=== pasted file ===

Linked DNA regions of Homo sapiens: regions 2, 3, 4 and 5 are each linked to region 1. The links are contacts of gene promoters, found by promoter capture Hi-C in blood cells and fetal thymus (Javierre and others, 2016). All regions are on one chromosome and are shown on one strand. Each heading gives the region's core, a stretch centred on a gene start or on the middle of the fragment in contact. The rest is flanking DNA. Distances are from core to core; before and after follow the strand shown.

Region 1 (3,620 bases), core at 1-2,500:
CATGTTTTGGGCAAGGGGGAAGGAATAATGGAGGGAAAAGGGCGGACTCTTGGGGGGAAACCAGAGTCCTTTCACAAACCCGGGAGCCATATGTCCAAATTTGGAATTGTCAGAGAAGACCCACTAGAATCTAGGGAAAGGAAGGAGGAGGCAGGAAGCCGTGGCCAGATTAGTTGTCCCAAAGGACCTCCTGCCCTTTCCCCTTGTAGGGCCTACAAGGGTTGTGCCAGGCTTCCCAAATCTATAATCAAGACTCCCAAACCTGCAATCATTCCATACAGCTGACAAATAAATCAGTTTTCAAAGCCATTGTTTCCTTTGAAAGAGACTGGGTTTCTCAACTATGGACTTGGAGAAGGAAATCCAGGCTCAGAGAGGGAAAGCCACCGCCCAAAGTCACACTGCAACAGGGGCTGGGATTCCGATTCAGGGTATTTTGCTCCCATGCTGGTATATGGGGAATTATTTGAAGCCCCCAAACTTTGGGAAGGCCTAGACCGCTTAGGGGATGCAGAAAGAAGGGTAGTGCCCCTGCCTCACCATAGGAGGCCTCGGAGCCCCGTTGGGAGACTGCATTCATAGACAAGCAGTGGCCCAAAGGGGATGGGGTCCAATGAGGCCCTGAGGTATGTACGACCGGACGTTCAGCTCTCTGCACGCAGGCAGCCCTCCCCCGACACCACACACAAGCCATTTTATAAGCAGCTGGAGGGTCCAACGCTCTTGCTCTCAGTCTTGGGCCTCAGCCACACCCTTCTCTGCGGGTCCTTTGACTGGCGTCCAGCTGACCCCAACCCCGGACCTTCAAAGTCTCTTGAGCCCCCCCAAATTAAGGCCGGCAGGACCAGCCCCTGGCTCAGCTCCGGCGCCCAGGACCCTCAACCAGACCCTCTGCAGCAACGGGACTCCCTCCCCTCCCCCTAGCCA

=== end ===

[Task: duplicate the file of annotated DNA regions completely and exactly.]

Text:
Linked DNA regions of Homo sapiens: regions 2, 3, 4 and 5 are each linked to region 1. The links are contacts of gene promoters, found by promoter capture Hi-C in blood cells and fetal thymus (Javierre and others, 2016). All regions are on one chromosome and are shown on one strand. Each heading gives the region's core, a stretch centred on a gene start or on the middle of the fragment in contact. The rest is flanking DNA. Distances are from core to core; before and after follow the strand shown.

Region 1 (3,620 bases), core at 1-2,500:
CATGTTTTGGGCAAGGGGGAAGGAATAATGGAGGGAAAAGGGCGGACTCTTGGGGGGAAACCAGAGTCCTTTCACAAACCCGGGAGCCATATGTCCAAATTTGGAATTGTCAGAGAAGACCCACTAGAATCTAGGGAAAGGAAGGAGGAGGCAGGAAGCCGTGGCCAGATTAGTTGTCCCAAAGGACCTCCTGCCCTTTCCCCTTGTAGGGCCTACAAGGGTTGTGCCAGGCTTCCCAAATCTATAATCAAGACTCCCAAACCTGCAATCATTCCATACAGCTGACAAATAAATCAGTTTTCAAAGCCATTGTTTCCTTTGAAAGAGACTGGGTTTCTCAACTATGGACTTGGAGAAGGAAATCCAGGCTCAGAGAGGGAAAGCCACCGCCCAAAGTCACACTGCAACAGGGGCTGGGATTCCGATTCAGGGTATTTTGCTCCCATGCTGGTATATGGGGAATTATTTGAAGCCCCCAAACTTTGGGAAGGCCTAGACCGCTTAGGGGATGCAGAAAGAAGGGTAGTGCCCCTGCCTCACCATAGGAGGCCTCGGAGCCCCGTTGGGAGACTGCATTCATAGACAAGCAGTGGCCCAAAGGGGATGGGGTCCAATGAGGCCCTGAGGTATGTACGACCGGACGTTCAGCTCTCTGCACGCAGGCAGCCCTCCCCCGACACCACACACAAGCCATTTTATAAGCAGCTGGAGGGTCCAACGCTCTTGCTCTCAGTCTTGGGCCTCAGCCACACCCTTCTCTGCGGGTCCTTTGACTGGCGTCCAGCTGACCCCAACCCCGGACCTTCAAAGTCTCTTGAGCCCCCCCAAATTAAGGCCGGCAGGACCAGCCCCTGGCTCAGCTCCGGCGCCCAGGACCCTCAACCAGACCCTCTGCAGCAACGGGACTCCCTCCCCTCCCCCTAGCCA